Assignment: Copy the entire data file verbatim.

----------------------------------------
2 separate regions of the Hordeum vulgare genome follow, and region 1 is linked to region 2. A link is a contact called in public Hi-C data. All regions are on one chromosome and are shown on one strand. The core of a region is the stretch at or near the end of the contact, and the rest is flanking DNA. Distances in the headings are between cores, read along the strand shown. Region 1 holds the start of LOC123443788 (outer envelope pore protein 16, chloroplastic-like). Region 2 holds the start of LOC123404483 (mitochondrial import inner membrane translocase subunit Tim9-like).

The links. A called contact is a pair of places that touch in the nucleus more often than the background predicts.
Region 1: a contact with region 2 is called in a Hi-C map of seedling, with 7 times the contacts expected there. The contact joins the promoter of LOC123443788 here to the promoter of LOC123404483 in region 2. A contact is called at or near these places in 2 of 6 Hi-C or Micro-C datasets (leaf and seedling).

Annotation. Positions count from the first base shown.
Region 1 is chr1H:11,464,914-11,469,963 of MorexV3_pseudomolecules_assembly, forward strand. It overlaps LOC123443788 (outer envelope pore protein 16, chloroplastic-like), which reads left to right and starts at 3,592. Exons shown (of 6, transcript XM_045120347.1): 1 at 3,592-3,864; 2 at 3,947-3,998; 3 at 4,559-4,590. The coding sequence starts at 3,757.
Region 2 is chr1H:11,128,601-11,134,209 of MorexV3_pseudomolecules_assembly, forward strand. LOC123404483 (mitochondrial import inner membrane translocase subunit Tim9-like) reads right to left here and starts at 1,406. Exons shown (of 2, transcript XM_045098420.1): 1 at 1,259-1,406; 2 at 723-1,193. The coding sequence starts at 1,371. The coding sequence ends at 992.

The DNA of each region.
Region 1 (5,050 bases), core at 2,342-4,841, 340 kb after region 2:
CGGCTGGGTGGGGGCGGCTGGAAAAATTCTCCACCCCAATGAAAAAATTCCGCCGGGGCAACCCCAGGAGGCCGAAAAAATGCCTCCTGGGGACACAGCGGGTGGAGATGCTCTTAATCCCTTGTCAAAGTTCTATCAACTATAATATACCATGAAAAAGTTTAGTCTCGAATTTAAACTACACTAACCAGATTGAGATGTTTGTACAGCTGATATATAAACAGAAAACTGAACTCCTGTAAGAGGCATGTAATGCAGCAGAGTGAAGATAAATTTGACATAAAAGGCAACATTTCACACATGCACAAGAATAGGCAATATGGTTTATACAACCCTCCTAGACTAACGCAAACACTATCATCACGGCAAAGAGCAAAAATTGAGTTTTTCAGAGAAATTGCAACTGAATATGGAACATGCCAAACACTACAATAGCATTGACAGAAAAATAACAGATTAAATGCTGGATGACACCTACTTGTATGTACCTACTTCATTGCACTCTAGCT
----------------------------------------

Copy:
2 separate regions of the Hordeum vulgare genome follow, and region 1 is linked to region 2. A link is a contact called in public Hi-C data. All regions are on one chromosome and are shown on one strand. The core of a region is the stretch at or near the end of the contact, and the rest is flanking DNA. Distances in the headings are between cores, read along the strand shown. Region 1 holds the start of LOC123443788 (outer envelope pore protein 16, chloroplastic-like). Region 2 holds the start of LOC123404483 (mitochondrial import inner membrane translocase subunit Tim9-like).

The links. A called contact is a pair of places that touch in the nucleus more often than the background predicts.
Region 1: a contact with region 2 is called in a Hi-C map of seedling, with 7 times the contacts expected there. The contact joins the promoter of LOC123443788 here to the promoter of LOC123404483 in region 2. A contact is called at or near these places in 2 of 6 Hi-C or Micro-C datasets (leaf and seedling).

Annotation. Positions count from the first base shown.
Region 1 is chr1H:11,464,914-11,469,963 of MorexV3_pseudomolecules_assembly, forward strand. It overlaps LOC123443788 (outer envelope pore protein 16, chloroplastic-like), which reads left to right and starts at 3,592. Exons shown (of 6, transcript XM_045120347.1): 1 at 3,592-3,864; 2 at 3,947-3,998; 3 at 4,559-4,590. The coding sequence starts at 3,757.
Region 2 is chr1H:11,128,601-11,134,209 of MorexV3_pseudomolecules_assembly, forward strand. LOC123404483 (mitochondrial import inner membrane translocase subunit Tim9-like) reads right to left here and starts at 1,406. Exons shown (of 2, transcript XM_045098420.1): 1 at 1,259-1,406; 2 at 723-1,193. The coding sequence starts at 1,371. The coding sequence ends at 992.

The DNA of each region.
Region 1 (5,050 bases), core at 2,342-4,841, 340 kb after region 2:
CGGCTGGGTGGGGGCGGCTGGAAAAATTCTCCACCCCAATGAAAAAATTCCGCCGGGGCAACCCCAGGAGGCCGAAAAAATGCCTCCTGGGGACACAGCGGGTGGAGATGCTCTTAATCCCTTGTCAAAGTTCTATCAACTATAATATACCATGAAAAAGTTTAGTCTCGAATTTAAACTACACTAACCAGATTGAGATGTTTGTACAGCTGATATATAAACAGAAAACTGAACTCCTGTAAGAGGCATGTAATGCAGCAGAGTGAAGATAAATTTGACATAAAAGGCAACATTTCACACATGCACAAGAATAGGCAATATGGTTTATACAACCCTCCTAGACTAACGCAAACACTATCATCACGGCAAAGAGCAAAAATTGAGTTTTTCAGAGAAATTGCAACTGAATATGGAACATGCCAAACACTACAATAGCATTGACAGAAAAATAACAGATTAAATGCTGGATGACACCTACTTGTATGTACCTACTTCATTGCACTCTAGCT